Get your bell bottoms out of the closet, find your most colorful polyester shirt and lace up your dancing shoes — Earth, Wind & Fire is coming to town.
Fantasy Springs Resort Casino will be transformed into a “Boogie Wonderland” when Earth, Wind & Fire lands at 8 p.m. on Feb. 2 at the Indio concert venue.
One of the most commercially successful bands of its era, EWF helped to usher in a golden age of cross-cultural and multi-genre eclectic pop music that helped define the 1970s.
The group’s founder and leader, Maurice White, explains his vision of the band.
“I wanted to do something that hadn’t been done before,” Mr. White has said. “Although we were basically jazz musicians, we played soul, funk, gospel, blues, jazz, rock and dance music … which somehow ended up becoming pop.”
“We came out of a decade of experimentation, mind expansion and cosmic awareness,” he continued. “I wanted our music to convey messages of universal love and harmony without force-feeding listeners’ spiritual content.”
It’s too easy to lump EWF in with only African-American contemporaries such as P-Funk, the Isleys, James Brown (his funk period), War, and the Ohio Players. Keep in mind that EWF were also contemporaries of Uriah Heep, Chicago, the Doobie Bros., and Steely Dan — to name a few.
“Our emphasis was on our own unique sound,” reminded Verdine White, the band’s original bass player and Maurice’s younger brother. “We didn’t have just one style or one type of audience. I mean, we opened up for Rod Stewart back in the day too.”
Influenced by some of the giants of bass guitar (Louis Satterfield, Richard Davis, James Jamerson, Paul McCartney), Verdine and his funky yet melodic bass lines were – and are – a huge part of EWF’s sound.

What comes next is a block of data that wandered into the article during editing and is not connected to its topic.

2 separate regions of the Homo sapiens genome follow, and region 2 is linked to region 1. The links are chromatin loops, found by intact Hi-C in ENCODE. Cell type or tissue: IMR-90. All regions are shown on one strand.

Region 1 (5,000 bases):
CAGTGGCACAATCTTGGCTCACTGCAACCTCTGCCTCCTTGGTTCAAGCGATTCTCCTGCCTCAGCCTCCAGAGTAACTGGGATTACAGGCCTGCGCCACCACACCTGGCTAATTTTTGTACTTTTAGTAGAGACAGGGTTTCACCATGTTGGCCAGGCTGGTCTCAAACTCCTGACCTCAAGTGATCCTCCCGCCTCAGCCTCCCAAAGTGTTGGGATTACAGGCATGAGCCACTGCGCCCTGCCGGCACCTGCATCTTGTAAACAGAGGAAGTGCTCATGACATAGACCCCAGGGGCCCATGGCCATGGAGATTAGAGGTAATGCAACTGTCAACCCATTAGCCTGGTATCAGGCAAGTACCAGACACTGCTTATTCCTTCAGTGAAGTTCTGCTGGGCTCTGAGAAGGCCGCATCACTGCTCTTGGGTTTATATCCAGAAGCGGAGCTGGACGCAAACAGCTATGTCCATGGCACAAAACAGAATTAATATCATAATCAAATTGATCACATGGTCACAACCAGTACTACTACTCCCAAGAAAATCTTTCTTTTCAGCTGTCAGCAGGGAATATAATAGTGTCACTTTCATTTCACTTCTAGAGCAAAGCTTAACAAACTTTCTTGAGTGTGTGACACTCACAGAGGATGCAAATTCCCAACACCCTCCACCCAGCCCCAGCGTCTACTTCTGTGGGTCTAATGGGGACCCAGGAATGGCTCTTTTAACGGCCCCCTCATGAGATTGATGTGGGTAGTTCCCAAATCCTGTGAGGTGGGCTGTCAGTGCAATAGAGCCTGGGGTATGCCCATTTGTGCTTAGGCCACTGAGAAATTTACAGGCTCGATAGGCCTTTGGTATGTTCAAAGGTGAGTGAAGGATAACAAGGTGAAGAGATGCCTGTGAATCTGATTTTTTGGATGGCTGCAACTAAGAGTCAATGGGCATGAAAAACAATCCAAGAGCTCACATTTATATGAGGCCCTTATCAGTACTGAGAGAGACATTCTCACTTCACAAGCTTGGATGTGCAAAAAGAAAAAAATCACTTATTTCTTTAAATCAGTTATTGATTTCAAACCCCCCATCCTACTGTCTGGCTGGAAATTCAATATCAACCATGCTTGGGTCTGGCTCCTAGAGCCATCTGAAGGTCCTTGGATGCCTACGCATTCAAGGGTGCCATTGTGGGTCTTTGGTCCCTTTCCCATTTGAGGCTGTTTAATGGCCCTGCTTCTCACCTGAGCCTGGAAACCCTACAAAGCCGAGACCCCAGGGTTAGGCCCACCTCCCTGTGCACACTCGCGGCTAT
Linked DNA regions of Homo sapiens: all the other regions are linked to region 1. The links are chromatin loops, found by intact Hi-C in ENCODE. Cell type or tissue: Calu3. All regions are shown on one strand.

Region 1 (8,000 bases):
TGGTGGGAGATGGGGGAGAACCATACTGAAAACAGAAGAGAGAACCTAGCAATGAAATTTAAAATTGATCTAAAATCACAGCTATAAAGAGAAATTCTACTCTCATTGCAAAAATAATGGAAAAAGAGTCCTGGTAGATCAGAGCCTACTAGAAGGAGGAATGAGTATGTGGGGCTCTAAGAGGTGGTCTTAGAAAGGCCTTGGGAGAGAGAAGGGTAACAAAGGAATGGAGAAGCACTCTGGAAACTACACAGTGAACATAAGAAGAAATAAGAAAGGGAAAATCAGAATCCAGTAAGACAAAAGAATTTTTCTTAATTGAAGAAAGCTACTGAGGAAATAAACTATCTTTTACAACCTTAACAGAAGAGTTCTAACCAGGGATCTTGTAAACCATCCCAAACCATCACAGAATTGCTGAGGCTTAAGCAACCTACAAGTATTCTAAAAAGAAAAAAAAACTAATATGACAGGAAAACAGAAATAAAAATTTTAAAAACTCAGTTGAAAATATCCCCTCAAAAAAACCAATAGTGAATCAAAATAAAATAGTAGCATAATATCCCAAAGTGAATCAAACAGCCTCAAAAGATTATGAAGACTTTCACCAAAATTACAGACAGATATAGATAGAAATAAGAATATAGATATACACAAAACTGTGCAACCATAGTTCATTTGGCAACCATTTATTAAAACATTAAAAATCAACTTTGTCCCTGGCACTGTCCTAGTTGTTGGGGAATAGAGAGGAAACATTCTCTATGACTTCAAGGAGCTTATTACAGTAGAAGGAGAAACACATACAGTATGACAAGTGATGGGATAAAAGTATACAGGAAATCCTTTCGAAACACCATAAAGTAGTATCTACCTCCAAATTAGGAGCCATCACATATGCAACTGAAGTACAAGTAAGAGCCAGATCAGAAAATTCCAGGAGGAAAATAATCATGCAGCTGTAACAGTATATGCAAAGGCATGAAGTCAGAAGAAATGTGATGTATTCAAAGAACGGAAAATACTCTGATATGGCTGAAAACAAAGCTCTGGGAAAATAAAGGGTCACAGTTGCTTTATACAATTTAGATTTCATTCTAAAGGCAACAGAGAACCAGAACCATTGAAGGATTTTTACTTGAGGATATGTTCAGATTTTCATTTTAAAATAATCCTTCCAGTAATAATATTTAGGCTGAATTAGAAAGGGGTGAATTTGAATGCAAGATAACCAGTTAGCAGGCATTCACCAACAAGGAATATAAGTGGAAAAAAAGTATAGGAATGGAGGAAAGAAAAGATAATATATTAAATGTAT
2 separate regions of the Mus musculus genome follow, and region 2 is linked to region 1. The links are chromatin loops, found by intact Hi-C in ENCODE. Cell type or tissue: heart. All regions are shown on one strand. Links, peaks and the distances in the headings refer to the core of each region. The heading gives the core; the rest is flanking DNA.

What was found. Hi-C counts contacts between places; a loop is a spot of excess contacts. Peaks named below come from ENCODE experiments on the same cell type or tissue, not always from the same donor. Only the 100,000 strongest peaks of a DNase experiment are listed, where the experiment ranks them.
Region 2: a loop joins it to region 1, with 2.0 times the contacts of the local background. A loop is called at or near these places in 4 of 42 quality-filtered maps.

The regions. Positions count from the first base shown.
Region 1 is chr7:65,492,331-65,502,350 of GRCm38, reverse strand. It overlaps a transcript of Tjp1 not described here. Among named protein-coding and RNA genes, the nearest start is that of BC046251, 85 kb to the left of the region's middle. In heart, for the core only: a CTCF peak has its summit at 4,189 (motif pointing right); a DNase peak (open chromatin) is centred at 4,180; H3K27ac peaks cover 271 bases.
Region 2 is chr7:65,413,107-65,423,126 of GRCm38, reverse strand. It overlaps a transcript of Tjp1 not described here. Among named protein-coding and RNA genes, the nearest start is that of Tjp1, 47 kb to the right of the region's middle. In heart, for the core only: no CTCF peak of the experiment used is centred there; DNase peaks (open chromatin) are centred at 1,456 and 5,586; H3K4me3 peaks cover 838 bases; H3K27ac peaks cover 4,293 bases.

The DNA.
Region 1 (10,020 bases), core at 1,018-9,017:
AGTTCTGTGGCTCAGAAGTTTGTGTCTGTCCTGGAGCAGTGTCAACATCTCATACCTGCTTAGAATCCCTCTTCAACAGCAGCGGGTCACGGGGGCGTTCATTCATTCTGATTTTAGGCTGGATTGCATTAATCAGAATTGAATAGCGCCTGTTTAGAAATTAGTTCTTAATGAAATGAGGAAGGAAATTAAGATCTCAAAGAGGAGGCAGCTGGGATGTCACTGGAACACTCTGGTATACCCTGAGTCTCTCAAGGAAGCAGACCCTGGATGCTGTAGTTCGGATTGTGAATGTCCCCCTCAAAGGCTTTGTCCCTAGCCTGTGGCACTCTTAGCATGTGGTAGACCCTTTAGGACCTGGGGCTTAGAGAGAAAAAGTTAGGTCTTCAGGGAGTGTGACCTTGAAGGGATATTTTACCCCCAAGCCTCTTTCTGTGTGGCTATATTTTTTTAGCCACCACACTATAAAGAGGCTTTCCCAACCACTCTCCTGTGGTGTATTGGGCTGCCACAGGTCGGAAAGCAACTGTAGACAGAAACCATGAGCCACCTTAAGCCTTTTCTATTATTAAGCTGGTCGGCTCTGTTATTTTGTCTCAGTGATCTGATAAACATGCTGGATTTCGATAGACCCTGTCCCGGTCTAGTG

“Louis taught me everything I know on bass,” said Verdine. “And James Jamerson and Paul McCartney played on hit records — that was a huge influence. Learning what the song needed to bit a hit.”
Verdine was also instrumental in co-writing some of EWF’s biggest hits, such as “Fantasy,” “That’s The Way Of The World,” and “Serpentine Fire.”
“Maurice insisted all of us get involved in the songwriting process. It was very collaborative. We produced a creative atmosphere where there were no clocks, there was no time schedule. That’s when the creative juices flow.”
Asked which of of Earth, Wind & Fire’s classic albums best represents the band at the height of their creative peak, Verdine couldn’t choose just one.
“All of them, because each one progressed into the next one. We were always evolving.”
And that evolution continues to this day. Look for a new Earth, Wind & Fire album later this year.
“We have a new album coming out in the summer and we’ll tour behind it. We’re putting the finishing touches on it now.”
For further information and tickets, visit www.fantasyspringsresort.com.
Chris Baptiste is a local writer and regular contributor to SWRNN.